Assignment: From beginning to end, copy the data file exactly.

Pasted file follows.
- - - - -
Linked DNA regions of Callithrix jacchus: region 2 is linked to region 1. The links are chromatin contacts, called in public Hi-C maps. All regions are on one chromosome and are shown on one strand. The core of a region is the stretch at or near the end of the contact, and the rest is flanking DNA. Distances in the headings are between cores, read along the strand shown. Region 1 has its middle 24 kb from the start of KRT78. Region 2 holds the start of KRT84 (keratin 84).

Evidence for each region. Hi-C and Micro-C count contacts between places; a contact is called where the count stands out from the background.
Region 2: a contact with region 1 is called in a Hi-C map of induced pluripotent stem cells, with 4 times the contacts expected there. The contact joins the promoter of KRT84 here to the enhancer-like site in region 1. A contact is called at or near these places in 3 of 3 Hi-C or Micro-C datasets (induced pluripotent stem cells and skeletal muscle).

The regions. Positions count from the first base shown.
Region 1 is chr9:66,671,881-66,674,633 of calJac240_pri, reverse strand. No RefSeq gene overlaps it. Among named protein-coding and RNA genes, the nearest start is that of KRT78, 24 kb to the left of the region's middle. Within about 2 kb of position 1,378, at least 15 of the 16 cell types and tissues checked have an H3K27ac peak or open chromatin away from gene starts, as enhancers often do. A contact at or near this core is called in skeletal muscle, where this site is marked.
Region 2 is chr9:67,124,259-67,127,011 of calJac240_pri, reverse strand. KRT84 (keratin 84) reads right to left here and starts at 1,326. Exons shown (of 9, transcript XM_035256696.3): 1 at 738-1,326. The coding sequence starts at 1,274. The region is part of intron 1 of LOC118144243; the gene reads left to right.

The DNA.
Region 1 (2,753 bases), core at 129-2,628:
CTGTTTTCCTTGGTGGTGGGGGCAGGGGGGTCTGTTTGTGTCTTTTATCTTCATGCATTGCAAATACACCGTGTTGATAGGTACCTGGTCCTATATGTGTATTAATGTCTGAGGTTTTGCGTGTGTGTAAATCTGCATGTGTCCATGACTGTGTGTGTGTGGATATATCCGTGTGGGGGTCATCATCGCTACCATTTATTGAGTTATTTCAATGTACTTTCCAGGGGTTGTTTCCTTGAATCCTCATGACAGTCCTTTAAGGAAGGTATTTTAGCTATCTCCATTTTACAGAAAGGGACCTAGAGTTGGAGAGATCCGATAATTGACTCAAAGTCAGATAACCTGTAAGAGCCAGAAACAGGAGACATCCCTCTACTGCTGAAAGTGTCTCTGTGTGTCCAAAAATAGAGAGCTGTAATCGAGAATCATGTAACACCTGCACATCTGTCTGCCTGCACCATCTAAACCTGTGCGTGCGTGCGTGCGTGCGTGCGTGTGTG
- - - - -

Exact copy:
Linked DNA regions of Callithrix jacchus: region 2 is linked to region 1. The links are chromatin contacts, called in public Hi-C maps. All regions are on one chromosome and are shown on one strand. The core of a region is the stretch at or near the end of the contact, and the rest is flanking DNA. Distances in the headings are between cores, read along the strand shown. Region 1 has its middle 24 kb from the start of KRT78. Region 2 holds the start of KRT84 (keratin 84).

Evidence for each region. Hi-C and Micro-C count contacts between places; a contact is called where the count stands out from the background.
Region 2: a contact with region 1 is called in a Hi-C map of induced pluripotent stem cells, with 4 times the contacts expected there. The contact joins the promoter of KRT84 here to the enhancer-like site in region 1. A contact is called at or near these places in 3 of 3 Hi-C or Micro-C datasets (induced pluripotent stem cells and skeletal muscle).

The regions. Positions count from the first base shown.
Region 1 is chr9:66,671,881-66,674,633 of calJac240_pri, reverse strand. No RefSeq gene overlaps it. Among named protein-coding and RNA genes, the nearest start is that of KRT78, 24 kb to the left of the region's middle. Within about 2 kb of position 1,378, at least 15 of the 16 cell types and tissues checked have an H3K27ac peak or open chromatin away from gene starts, as enhancers often do. A contact at or near this core is called in skeletal muscle, where this site is marked.
Region 2 is chr9:67,124,259-67,127,011 of calJac240_pri, reverse strand. KRT84 (keratin 84) reads right to left here and starts at 1,326. Exons shown (of 9, transcript XM_035256696.3): 1 at 738-1,326. The coding sequence starts at 1,274. The region is part of intron 1 of LOC118144243; the gene reads left to right.

The DNA.
Region 1 (2,753 bases), core at 129-2,628:
CTGTTTTCCTTGGTGGTGGGGGCAGGGGGGTCTGTTTGTGTCTTTTATCTTCATGCATTGCAAATACACCGTGTTGATAGGTACCTGGTCCTATATGTGTATTAATGTCTGAGGTTTTGCGTGTGTGTAAATCTGCATGTGTCCATGACTGTGTGTGTGTGGATATATCCGTGTGGGGGTCATCATCGCTACCATTTATTGAGTTATTTCAATGTACTTTCCAGGGGTTGTTTCCTTGAATCCTCATGACAGTCCTTTAAGGAAGGTATTTTAGCTATCTCCATTTTACAGAAAGGGACCTAGAGTTGGAGAGATCCGATAATTGACTCAAAGTCAGATAACCTGTAAGAGCCAGAAACAGGAGACATCCCTCTACTGCTGAAAGTGTCTCTGTGTGTCCAAAAATAGAGAGCTGTAATCGAGAATCATGTAACACCTGCACATCTGTCTGCCTGCACCATCTAAACCTGTGCGTGCGTGCGTGCGTGCGTGCGTGTGTG